ASME A112.1.2 pdf download Air Gaps in Plumbing Systems (For Plumbing Fixtures and Water-Connected Receptors)
This Standard identifies methods of providing protec-tion against backsiphonage through means of an air gapand establishes physical requirements and methods oftesting air gaps for plumbing fixtures and waterreceptors.
1.2 Units of Measurement
The values stated in either SI (Metric) or inch/poundunits are to be regarded as the standard.In this Standard,the inch/ pound units are shown in parentheses.Thevalues stated in each measurement system are equiva-lent in application; however, each system is to be usedindependently. Combining values from the two mea-surement systems can result in nonconformance withthis Standard. All references to gallons are toU.s. gallons.
The following documents form a part of this Standardto the extent specified herein. Unless otherwise speci-fied, the latest edition shall apply.
ASSE/ ANSI 1002,Water-Closet Flush Tank Ball Cocks1Publisher: American Society of Sanitary Engineering(ASSE),901 Canterbury Road,Westlake,OH 44145(www.asse-plumbing.org)
CSA B125.3,Plumbing Fittings
Publisher: Canadian Standards Association (CSA),5060Spectrum Way,Mississauga,Ontario L4w 5N6,Can-ada (www.csa.ca)
air gap: a vertical distance through the atmospherebetween the lowest potable water outlet and the highestlevel of the source of fluid contamination.
air gap, critical: the air gap that will prevent backsiphon-age under laboratory conditions, with still water,wide-open control valve, and a vacuum of at least635 mm Hg (25 in.Hg).
air gap,minimum required: an air gap greater than thecritical air gap by a factor of safety to cover serviceconditions. The air gap required to prevent backsiphon-age through a water supply opening (faucet or valve),under the action of atmospheric pressure and a vacuumin the water supply system, depends principally on(a) the size of the effective opening
(b)the distance between the end of the supply fittingoutlet (spout) pipe and a nearby wall
The minimum required air gap shall be measuredvertically from the lowest point of the faucet, spout, orsupply pipe to the flood-level rim of the fixture orreceptor (see Figs. 1 and 2).
backflow: the flow of water or other liquids into the dis-tributing pipes of a potable supply of water from anysource or sources other than the intended source.Backsi-phonage and backpressure are types of backflow.
backflow connection or condition: any arrangementwhereby backflow can occur.
backflow prevention device: a device or assembly (combina-tion of devices) designed to prevent backflow.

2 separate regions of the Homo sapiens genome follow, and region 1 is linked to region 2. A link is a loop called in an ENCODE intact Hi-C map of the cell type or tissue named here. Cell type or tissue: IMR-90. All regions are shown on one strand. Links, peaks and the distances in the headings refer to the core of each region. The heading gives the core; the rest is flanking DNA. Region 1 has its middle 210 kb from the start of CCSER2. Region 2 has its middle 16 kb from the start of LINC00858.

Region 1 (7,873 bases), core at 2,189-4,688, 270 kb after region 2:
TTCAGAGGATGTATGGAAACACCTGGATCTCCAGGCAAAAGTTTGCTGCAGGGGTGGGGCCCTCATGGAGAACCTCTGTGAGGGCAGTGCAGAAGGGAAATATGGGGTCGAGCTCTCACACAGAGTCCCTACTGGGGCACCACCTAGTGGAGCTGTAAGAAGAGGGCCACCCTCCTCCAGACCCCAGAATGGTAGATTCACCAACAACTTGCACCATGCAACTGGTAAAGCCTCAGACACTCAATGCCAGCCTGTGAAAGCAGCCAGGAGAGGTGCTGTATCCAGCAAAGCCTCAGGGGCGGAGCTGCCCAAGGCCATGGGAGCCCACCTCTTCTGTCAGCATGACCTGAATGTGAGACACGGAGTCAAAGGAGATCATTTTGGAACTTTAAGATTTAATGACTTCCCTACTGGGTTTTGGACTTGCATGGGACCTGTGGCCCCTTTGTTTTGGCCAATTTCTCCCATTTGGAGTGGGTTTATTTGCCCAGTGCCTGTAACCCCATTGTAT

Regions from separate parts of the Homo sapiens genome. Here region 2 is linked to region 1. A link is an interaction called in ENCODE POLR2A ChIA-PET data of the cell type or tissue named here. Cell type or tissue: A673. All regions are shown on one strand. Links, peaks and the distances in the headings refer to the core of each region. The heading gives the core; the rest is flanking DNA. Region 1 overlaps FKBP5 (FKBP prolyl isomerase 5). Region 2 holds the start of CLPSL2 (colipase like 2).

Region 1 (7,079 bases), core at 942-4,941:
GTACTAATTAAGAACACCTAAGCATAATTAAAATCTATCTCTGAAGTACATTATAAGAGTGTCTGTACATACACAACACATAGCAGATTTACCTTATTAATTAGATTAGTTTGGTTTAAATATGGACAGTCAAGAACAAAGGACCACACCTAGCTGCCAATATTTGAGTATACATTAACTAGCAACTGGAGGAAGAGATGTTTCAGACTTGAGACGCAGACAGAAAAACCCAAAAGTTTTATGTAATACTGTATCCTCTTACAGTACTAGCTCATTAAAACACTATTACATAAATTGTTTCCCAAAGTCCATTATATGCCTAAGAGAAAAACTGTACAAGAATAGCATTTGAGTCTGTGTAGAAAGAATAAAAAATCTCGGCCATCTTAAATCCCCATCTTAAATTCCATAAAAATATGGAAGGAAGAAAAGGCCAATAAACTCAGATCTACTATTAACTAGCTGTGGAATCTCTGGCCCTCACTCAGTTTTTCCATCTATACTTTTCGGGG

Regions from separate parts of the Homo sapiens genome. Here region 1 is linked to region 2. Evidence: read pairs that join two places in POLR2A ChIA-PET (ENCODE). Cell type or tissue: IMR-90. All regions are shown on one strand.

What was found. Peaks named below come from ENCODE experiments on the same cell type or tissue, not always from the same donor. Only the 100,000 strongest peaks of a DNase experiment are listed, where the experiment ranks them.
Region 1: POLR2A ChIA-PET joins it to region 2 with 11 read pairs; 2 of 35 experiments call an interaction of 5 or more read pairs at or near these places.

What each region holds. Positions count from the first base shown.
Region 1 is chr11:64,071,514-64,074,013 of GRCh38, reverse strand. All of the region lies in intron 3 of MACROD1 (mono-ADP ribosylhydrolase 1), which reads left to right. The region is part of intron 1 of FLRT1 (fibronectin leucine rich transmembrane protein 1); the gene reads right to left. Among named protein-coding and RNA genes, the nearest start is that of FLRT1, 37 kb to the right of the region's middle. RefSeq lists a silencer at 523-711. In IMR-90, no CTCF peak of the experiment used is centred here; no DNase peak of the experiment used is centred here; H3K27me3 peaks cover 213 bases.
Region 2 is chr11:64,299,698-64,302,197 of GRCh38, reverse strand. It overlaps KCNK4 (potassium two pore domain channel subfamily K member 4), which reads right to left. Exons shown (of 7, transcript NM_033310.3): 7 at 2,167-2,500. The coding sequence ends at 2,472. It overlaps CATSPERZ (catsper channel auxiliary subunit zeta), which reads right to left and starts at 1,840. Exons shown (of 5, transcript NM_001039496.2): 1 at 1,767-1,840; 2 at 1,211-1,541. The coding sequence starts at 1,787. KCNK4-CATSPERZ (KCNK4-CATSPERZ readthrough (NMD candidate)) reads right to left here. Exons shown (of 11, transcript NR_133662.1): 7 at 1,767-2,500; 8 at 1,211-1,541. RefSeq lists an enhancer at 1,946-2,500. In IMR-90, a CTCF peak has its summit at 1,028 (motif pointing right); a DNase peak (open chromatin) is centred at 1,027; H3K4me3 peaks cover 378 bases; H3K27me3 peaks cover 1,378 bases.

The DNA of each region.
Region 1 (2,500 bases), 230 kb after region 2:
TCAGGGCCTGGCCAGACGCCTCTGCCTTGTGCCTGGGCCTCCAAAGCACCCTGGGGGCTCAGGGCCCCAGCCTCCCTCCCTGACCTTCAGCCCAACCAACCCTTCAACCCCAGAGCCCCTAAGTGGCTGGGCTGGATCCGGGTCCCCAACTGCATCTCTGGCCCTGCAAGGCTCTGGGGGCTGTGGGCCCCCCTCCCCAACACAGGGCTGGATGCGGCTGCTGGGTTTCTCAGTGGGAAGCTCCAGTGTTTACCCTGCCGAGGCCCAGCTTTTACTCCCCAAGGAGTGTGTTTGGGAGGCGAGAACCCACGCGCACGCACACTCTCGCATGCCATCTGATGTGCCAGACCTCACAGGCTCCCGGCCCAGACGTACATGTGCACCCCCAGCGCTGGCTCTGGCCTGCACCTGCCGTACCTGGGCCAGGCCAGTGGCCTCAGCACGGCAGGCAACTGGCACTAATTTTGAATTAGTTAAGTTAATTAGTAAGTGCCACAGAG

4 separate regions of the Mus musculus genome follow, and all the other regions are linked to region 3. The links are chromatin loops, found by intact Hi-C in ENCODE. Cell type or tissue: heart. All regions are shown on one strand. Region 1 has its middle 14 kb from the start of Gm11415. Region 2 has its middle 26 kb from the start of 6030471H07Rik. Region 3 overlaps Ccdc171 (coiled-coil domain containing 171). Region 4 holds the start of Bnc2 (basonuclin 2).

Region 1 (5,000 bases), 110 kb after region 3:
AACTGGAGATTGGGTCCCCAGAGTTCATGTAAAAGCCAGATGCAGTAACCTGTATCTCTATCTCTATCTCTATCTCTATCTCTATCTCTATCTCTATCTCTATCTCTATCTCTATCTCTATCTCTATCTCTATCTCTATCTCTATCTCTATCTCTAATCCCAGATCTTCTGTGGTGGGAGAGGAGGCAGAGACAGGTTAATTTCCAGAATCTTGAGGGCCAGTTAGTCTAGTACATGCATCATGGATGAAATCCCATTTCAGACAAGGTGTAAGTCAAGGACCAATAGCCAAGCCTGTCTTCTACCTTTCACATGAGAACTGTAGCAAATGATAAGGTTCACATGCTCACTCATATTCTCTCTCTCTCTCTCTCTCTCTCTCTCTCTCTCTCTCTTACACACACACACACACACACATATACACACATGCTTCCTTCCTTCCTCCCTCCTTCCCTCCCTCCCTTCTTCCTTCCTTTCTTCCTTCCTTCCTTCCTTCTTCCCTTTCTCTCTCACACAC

critical level: the level at which backsiphonage will notoccur,including any required factor of safety.
critical level mark: the manufacturer’s designatedcritical level.
effective opening: the smallest cross-sectional area in afaucet,device,or a supply pipe through which waterflows to an outlet. If two or more lines supply one outlet,the effective opening shall be the sum of thecross-sectional areas of the individual lines or the areaof the outlet, whichever is smaller.
NOTE: To illustrate the practical use of the term “effective open-ing,” refer to Fig. 1.With ordinary plumbing supply fittings,theminimum cross-sectional area usually occurs at the seat of thecontrol valve,B; but, in other cases, it may be at the point ofdischarge (spout) or at the inlet to the control valve,X.
elevation: the air gap-related term applied to drinkingfountain nozzles.
flood-level rimm: the top edge of the receptor from whichwater will flow out of the receptor (an overflow openingis not considered a flood-level rim).
NOTE: The definition of “flood-level rim” is based on a fixture or receptor with reasonably level edges. It is recognized that certain fixtures or receptors may be provided with uneven edges. In such cases, the equivalent of flood-level rim shall be considered as the maximum water elevation possible with full flow of water from all water-supplied pipes discharging into the fixture or receptor. Obviously, in such cases, the flood-level rim or its equivalent is not capable of simple measurement in the field. free area: the area created between a near wall and the faucet or fitting when the distance between the wall and the outlet of the faucet or device is three times the diameter of the effective opening for a single wall or a distance four times the diameter ofthe effective opening for two intersecting walls.